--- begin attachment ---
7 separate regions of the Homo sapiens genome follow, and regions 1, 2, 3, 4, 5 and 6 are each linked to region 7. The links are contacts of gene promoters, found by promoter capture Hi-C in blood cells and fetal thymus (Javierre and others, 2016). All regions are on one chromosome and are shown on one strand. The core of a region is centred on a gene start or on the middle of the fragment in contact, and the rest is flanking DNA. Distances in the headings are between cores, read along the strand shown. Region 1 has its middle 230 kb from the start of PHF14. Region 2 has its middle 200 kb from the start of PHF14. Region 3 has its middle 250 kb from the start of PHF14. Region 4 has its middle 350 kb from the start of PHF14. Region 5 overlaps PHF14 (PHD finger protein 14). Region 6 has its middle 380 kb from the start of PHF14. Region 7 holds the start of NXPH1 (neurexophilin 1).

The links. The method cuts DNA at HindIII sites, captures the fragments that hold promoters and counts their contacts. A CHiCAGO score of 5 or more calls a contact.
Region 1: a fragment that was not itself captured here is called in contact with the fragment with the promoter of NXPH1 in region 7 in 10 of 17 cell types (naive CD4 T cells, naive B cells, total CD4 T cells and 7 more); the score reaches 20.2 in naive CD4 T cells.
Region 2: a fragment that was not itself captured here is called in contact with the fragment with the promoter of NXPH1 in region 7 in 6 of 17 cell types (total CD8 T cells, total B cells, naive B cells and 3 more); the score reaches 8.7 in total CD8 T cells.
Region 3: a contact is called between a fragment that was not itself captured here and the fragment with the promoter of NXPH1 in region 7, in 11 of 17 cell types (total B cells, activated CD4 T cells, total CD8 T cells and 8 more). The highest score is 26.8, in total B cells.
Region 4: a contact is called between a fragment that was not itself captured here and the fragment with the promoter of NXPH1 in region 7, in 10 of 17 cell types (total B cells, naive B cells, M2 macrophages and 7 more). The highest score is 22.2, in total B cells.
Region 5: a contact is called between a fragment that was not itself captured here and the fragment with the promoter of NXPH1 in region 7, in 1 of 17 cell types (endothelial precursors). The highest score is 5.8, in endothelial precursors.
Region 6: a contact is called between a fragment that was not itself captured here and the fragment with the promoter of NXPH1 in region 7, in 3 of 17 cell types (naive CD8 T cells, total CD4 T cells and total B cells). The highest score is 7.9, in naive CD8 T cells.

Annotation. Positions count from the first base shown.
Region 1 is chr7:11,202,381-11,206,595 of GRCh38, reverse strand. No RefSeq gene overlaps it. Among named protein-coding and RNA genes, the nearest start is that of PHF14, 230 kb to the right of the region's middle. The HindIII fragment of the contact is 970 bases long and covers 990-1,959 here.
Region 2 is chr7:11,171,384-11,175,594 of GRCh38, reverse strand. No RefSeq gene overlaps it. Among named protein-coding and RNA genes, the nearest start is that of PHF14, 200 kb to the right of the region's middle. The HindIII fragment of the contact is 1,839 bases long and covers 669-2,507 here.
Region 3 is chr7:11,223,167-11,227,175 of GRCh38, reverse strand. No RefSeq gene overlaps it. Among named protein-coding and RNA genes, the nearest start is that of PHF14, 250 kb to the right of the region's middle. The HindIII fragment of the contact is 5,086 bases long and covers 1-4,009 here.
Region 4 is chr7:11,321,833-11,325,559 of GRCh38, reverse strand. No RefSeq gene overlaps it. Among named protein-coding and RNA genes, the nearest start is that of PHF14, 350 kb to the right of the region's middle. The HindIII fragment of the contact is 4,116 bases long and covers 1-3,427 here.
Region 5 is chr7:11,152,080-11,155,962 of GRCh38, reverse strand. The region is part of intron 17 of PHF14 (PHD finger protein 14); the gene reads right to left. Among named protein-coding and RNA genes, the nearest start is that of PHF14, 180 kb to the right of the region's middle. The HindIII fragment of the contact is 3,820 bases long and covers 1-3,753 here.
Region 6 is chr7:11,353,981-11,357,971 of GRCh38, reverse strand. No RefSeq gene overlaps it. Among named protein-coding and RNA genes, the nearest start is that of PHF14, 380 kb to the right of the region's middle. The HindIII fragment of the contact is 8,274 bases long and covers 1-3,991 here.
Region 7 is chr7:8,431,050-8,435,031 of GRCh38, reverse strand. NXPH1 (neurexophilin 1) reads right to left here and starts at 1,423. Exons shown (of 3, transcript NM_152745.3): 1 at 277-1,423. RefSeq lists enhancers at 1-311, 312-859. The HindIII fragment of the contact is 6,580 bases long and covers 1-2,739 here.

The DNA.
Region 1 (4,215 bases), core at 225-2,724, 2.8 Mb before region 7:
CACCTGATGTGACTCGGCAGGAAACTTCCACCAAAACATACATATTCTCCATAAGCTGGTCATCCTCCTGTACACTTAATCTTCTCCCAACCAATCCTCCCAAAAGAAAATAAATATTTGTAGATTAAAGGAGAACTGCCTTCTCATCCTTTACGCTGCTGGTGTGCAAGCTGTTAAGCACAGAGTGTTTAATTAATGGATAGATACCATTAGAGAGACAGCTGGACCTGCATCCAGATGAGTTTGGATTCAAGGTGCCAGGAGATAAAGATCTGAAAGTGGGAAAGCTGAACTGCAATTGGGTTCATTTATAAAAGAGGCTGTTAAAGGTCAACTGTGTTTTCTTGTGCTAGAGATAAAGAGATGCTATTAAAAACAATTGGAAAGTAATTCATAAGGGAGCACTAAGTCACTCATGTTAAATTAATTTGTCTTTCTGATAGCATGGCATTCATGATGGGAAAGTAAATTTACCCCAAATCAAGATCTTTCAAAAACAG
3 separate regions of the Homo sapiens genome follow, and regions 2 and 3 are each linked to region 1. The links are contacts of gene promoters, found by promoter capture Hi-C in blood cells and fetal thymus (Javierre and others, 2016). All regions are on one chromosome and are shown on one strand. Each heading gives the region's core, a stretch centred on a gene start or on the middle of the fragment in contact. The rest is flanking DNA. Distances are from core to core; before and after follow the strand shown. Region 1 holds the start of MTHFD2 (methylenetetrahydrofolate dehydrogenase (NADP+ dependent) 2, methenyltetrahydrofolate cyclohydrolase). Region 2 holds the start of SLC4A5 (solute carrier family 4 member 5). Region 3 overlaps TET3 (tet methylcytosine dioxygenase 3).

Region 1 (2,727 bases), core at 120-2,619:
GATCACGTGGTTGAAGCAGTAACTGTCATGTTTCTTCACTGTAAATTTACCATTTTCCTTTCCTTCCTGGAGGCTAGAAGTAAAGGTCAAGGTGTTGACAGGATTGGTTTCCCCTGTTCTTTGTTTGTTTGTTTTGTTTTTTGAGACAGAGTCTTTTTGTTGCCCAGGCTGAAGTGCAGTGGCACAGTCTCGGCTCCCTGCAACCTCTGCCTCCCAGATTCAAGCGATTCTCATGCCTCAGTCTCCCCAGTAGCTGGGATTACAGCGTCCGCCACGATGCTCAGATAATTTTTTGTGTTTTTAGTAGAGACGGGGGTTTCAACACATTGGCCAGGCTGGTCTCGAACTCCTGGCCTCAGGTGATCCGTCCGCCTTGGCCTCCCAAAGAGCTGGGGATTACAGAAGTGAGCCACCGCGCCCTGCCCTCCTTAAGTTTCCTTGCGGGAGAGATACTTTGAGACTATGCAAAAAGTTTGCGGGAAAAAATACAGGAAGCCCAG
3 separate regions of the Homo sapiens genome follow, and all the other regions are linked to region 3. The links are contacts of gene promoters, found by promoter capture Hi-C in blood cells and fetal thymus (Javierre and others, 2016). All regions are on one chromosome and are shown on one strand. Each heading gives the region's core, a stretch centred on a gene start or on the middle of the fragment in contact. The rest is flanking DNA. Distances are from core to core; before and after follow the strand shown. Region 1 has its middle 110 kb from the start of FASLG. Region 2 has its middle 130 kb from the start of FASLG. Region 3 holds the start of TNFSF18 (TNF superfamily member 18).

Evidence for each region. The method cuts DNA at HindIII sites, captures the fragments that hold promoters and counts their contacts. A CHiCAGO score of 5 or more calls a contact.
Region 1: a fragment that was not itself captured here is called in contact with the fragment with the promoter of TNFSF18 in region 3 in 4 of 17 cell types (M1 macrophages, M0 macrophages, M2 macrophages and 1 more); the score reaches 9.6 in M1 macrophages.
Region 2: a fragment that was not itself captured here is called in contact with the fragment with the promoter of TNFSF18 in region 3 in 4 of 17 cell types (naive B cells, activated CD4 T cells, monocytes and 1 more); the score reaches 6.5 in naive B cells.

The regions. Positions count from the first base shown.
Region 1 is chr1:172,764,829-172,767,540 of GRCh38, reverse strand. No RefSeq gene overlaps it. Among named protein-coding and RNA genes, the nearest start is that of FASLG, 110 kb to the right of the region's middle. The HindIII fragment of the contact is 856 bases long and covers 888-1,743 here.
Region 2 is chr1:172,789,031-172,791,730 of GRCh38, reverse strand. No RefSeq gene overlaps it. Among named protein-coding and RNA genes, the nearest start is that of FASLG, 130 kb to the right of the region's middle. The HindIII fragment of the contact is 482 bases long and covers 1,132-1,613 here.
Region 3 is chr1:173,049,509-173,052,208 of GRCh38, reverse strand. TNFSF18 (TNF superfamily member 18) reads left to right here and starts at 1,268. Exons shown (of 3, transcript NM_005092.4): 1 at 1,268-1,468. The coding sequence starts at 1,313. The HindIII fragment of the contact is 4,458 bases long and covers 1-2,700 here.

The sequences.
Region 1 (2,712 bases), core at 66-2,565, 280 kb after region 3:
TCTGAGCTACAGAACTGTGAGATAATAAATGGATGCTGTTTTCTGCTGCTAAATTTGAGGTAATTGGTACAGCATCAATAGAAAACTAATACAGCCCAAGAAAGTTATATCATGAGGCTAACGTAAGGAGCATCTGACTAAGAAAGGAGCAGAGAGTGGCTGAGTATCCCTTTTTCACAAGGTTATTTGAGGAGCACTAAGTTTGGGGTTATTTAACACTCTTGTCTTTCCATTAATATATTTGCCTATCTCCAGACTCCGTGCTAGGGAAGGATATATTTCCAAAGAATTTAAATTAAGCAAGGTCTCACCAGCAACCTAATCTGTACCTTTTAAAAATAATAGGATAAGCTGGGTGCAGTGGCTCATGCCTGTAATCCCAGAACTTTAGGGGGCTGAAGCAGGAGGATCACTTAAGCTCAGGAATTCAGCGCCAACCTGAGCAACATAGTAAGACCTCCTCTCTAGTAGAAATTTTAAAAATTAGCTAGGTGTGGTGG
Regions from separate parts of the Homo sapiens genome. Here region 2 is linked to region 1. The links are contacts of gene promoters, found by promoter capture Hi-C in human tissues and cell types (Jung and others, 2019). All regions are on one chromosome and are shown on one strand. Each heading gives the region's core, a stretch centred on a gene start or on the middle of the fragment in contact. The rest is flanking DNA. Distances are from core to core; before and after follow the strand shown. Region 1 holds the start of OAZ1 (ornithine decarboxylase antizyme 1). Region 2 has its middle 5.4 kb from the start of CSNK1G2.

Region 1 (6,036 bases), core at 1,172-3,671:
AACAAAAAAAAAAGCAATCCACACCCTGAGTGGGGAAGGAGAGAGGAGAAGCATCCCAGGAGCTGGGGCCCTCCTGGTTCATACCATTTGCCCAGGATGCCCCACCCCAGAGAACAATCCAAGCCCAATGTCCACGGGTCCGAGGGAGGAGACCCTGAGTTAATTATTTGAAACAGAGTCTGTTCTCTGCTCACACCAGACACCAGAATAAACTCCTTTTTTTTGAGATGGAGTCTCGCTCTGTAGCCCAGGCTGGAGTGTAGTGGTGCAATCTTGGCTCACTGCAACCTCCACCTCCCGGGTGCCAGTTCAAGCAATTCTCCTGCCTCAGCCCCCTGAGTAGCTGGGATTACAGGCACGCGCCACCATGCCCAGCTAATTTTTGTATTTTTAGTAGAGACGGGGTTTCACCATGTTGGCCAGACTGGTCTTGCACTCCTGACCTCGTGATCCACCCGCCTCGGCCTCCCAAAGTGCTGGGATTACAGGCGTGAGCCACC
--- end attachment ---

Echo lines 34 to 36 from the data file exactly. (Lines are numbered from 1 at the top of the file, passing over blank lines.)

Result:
Regions from separate parts of the Homo sapiens genome. Here region 2 is linked to region 1. The links are contacts of gene promoters, found by promoter capture Hi-C in human tissues and cell types (Jung and others, 2019). All regions are on one chromosome and are shown on one strand. Each heading gives the region's core, a stretch centred on a gene start or on the middle of the fragment in contact. The rest is flanking DNA. Distances are from core to core; before and after follow the strand shown. Region 1 holds the start of OAZ1 (ornithine decarboxylase antizyme 1). Region 2 has its middle 5.4 kb from the start of CSNK1G2.

Region 1 (6,036 bases), core at 1,172-3,671:
AACAAAAAAAAAAGCAATCCACACCCTGAGTGGGGAAGGAGAGAGGAGAAGCATCCCAGGAGCTGGGGCCCTCCTGGTTCATACCATTTGCCCAGGATGCCCCACCCCAGAGAACAATCCAAGCCCAATGTCCACGGGTCCGAGGGAGGAGACCCTGAGTTAATTATTTGAAACAGAGTCTGTTCTCTGCTCACACCAGACACCAGAATAAACTCCTTTTTTTTGAGATGGAGTCTCGCTCTGTAGCCCAGGCTGGAGTGTAGTGGTGCAATCTTGGCTCACTGCAACCTCCACCTCCCGGGTGCCAGTTCAAGCAATTCTCCTGCCTCAGCCCCCTGAGTAGCTGGGATTACAGGCACGCGCCACCATGCCCAGCTAATTTTTGTATTTTTAGTAGAGACGGGGTTTCACCATGTTGGCCAGACTGGTCTTGCACTCCTGACCTCGTGATCCACCCGCCTCGGCCTCCCAAAGTGCTGGGATTACAGGCGTGAGCCACC